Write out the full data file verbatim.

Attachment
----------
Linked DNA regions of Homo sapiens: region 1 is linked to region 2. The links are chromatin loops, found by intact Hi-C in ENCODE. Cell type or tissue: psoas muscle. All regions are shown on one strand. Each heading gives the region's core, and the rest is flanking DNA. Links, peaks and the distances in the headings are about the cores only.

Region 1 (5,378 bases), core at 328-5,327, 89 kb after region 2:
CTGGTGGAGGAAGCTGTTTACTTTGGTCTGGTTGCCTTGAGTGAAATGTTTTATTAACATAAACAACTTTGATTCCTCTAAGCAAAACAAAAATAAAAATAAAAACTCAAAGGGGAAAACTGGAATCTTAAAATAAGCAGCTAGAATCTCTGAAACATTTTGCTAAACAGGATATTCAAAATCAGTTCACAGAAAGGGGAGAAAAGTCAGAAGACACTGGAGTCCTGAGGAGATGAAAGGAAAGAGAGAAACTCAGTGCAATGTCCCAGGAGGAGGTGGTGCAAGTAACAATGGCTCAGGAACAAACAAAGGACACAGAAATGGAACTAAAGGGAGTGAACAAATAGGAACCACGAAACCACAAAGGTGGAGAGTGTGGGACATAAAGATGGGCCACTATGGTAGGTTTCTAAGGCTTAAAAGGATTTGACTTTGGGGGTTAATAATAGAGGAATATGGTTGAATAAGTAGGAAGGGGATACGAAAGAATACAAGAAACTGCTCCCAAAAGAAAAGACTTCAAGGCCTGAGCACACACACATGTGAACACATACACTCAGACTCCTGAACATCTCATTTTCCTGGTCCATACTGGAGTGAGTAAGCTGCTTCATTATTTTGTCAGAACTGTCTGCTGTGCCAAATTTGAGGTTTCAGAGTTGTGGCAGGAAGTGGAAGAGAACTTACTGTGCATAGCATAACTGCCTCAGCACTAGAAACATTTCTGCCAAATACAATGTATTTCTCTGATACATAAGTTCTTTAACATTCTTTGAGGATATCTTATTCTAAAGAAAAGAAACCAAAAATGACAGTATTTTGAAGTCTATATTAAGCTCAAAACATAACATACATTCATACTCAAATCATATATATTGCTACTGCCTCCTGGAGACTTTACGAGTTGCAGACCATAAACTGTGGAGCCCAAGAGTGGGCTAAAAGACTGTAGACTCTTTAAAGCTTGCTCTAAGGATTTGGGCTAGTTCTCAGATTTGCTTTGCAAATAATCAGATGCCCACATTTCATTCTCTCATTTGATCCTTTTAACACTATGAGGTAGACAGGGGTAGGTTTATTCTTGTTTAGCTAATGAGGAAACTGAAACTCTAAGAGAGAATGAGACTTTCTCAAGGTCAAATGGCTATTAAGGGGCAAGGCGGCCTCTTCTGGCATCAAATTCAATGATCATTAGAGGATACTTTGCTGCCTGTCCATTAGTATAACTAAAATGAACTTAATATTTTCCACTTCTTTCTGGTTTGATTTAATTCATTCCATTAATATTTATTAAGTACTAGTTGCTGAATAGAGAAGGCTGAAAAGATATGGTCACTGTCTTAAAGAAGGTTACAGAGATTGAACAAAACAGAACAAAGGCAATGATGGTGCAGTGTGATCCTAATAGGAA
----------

Linked DNA regions of Homo sapiens: region 1 is linked to region 2. The links are chromatin loops, found by intact Hi-C in ENCODE. Cell type or tissue: psoas muscle. All regions are shown on one strand. Each heading gives the region's core, and the rest is flanking DNA. Links, peaks and the distances in the headings are about the cores only.

Region 1 (5,378 bases), core at 328-5,327, 89 kb after region 2:
CTGGTGGAGGAAGCTGTTTACTTTGGTCTGGTTGCCTTGAGTGAAATGTTTTATTAACATAAACAACTTTGATTCCTCTAAGCAAAACAAAAATAAAAATAAAAACTCAAAGGGGAAAACTGGAATCTTAAAATAAGCAGCTAGAATCTCTGAAACATTTTGCTAAACAGGATATTCAAAATCAGTTCACAGAAAGGGGAGAAAAGTCAGAAGACACTGGAGTCCTGAGGAGATGAAAGGAAAGAGAGAAACTCAGTGCAATGTCCCAGGAGGAGGTGGTGCAAGTAACAATGGCTCAGGAACAAACAAAGGACACAGAAATGGAACTAAAGGGAGTGAACAAATAGGAACCACGAAACCACAAAGGTGGAGAGTGTGGGACATAAAGATGGGCCACTATGGTAGGTTTCTAAGGCTTAAAAGGATTTGACTTTGGGGGTTAATAATAGAGGAATATGGTTGAATAAGTAGGAAGGGGATACGAAAGAATACAAGAAACTGCTCCCAAAAGAAAAGACTTCAAGGCCTGAGCACACACACATGTGAACACATACACTCAGACTCCTGAACATCTCATTTTCCTGGTCCATACTGGAGTGAGTAAGCTGCTTCATTATTTTGTCAGAACTGTCTGCTGTGCCAAATTTGAGGTTTCAGAGTTGTGGCAGGAAGTGGAAGAGAACTTACTGTGCATAGCATAACTGCCTCAGCACTAGAAACATTTCTGCCAAATACAATGTATTTCTCTGATACATAAGTTCTTTAACATTCTTTGAGGATATCTTATTCTAAAGAAAAGAAACCAAAAATGACAGTATTTTGAAGTCTATATTAAGCTCAAAACATAACATACATTCATACTCAAATCATATATATTGCTACTGCCTCCTGGAGACTTTACGAGTTGCAGACCATAAACTGTGGAGCCCAAGAGTGGGCTAAAAGACTGTAGACTCTTTAAAGCTTGCTCTAAGGATTTGGGCTAGTTCTCAGATTTGCTTTGCAAATAATCAGATGCCCACATTTCATTCTCTCATTTGATCCTTTTAACACTATGAGGTAGACAGGGGTAGGTTTATTCTTGTTTAGCTAATGAGGAAACTGAAACTCTAAGAGAGAATGAGACTTTCTCAAGGTCAAATGGCTATTAAGGGGCAAGGCGGCCTCTTCTGGCATCAAATTCAATGATCATTAGAGGATACTTTGCTGCCTGTCCATTAGTATAACTAAAATGAACTTAATATTTTCCACTTCTTTCTGGTTTGATTTAATTCATTCCATTAATATTTATTAAGTACTAGTTGCTGAATAGAGAAGGCTGAAAAGATATGGTCACTGTCTTAAAGAAGGTTACAGAGATTGAACAAAACAGAACAAAGGCAATGATGGTGCAGTGTGATCCTAATAGGAA